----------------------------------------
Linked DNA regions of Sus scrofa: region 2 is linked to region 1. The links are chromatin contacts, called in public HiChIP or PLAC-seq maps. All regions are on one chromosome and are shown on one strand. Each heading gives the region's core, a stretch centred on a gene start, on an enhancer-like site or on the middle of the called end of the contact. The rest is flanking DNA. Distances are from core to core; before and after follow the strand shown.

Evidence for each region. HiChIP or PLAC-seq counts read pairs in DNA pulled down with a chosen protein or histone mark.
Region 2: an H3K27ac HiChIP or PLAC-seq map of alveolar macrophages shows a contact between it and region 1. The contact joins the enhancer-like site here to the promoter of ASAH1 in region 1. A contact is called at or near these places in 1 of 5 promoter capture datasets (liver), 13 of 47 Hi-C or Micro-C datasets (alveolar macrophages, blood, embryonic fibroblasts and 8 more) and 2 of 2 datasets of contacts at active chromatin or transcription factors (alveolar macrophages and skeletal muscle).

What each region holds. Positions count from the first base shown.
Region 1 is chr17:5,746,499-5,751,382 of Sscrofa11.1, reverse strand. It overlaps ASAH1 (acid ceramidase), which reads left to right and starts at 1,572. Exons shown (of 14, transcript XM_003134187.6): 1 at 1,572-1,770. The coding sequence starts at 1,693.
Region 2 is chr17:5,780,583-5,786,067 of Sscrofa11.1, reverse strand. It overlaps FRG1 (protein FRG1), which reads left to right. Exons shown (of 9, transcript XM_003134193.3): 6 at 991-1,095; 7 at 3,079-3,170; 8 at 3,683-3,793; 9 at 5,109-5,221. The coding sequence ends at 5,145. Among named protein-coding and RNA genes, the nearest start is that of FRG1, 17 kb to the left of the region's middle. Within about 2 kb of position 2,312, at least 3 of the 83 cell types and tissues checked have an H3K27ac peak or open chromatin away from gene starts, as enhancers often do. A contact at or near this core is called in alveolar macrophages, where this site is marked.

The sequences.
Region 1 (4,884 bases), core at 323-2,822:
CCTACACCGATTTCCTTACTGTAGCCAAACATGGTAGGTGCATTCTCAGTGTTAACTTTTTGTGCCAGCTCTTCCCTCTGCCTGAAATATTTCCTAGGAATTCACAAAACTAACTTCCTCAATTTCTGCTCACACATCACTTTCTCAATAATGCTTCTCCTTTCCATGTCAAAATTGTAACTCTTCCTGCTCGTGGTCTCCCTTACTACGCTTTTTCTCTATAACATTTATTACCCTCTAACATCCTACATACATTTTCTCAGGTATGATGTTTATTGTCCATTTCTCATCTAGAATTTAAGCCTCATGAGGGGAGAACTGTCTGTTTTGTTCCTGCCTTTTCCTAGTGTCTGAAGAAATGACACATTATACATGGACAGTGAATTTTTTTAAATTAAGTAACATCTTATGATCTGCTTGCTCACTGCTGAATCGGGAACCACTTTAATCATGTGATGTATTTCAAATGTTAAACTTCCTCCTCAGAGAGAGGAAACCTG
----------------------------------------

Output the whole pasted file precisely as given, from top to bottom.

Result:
Linked DNA regions of Sus scrofa: region 2 is linked to region 1. The links are chromatin contacts, called in public HiChIP or PLAC-seq maps. All regions are on one chromosome and are shown on one strand. Each heading gives the region's core, a stretch centred on a gene start, on an enhancer-like site or on the middle of the called end of the contact. The rest is flanking DNA. Distances are from core to core; before and after follow the strand shown.

Evidence for each region. HiChIP or PLAC-seq counts read pairs in DNA pulled down with a chosen protein or histone mark.
Region 2: an H3K27ac HiChIP or PLAC-seq map of alveolar macrophages shows a contact between it and region 1. The contact joins the enhancer-like site here to the promoter of ASAH1 in region 1. A contact is called at or near these places in 1 of 5 promoter capture datasets (liver), 13 of 47 Hi-C or Micro-C datasets (alveolar macrophages, blood, embryonic fibroblasts and 8 more) and 2 of 2 datasets of contacts at active chromatin or transcription factors (alveolar macrophages and skeletal muscle).

What each region holds. Positions count from the first base shown.
Region 1 is chr17:5,746,499-5,751,382 of Sscrofa11.1, reverse strand. It overlaps ASAH1 (acid ceramidase), which reads left to right and starts at 1,572. Exons shown (of 14, transcript XM_003134187.6): 1 at 1,572-1,770. The coding sequence starts at 1,693.
Region 2 is chr17:5,780,583-5,786,067 of Sscrofa11.1, reverse strand. It overlaps FRG1 (protein FRG1), which reads left to right. Exons shown (of 9, transcript XM_003134193.3): 6 at 991-1,095; 7 at 3,079-3,170; 8 at 3,683-3,793; 9 at 5,109-5,221. The coding sequence ends at 5,145. Among named protein-coding and RNA genes, the nearest start is that of FRG1, 17 kb to the left of the region's middle. Within about 2 kb of position 2,312, at least 3 of the 83 cell types and tissues checked have an H3K27ac peak or open chromatin away from gene starts, as enhancers often do. A contact at or near this core is called in alveolar macrophages, where this site is marked.

The sequences.
Region 1 (4,884 bases), core at 323-2,822:
CCTACACCGATTTCCTTACTGTAGCCAAACATGGTAGGTGCATTCTCAGTGTTAACTTTTTGTGCCAGCTCTTCCCTCTGCCTGAAATATTTCCTAGGAATTCACAAAACTAACTTCCTCAATTTCTGCTCACACATCACTTTCTCAATAATGCTTCTCCTTTCCATGTCAAAATTGTAACTCTTCCTGCTCGTGGTCTCCCTTACTACGCTTTTTCTCTATAACATTTATTACCCTCTAACATCCTACATACATTTTCTCAGGTATGATGTTTATTGTCCATTTCTCATCTAGAATTTAAGCCTCATGAGGGGAGAACTGTCTGTTTTGTTCCTGCCTTTTCCTAGTGTCTGAAGAAATGACACATTATACATGGACAGTGAATTTTTTTAAATTAAGTAACATCTTATGATCTGCTTGCTCACTGCTGAATCGGGAACCACTTTAATCATGTGATGTATTTCAAATGTTAAACTTCCTCCTCAGAGAGAGGAAACCTG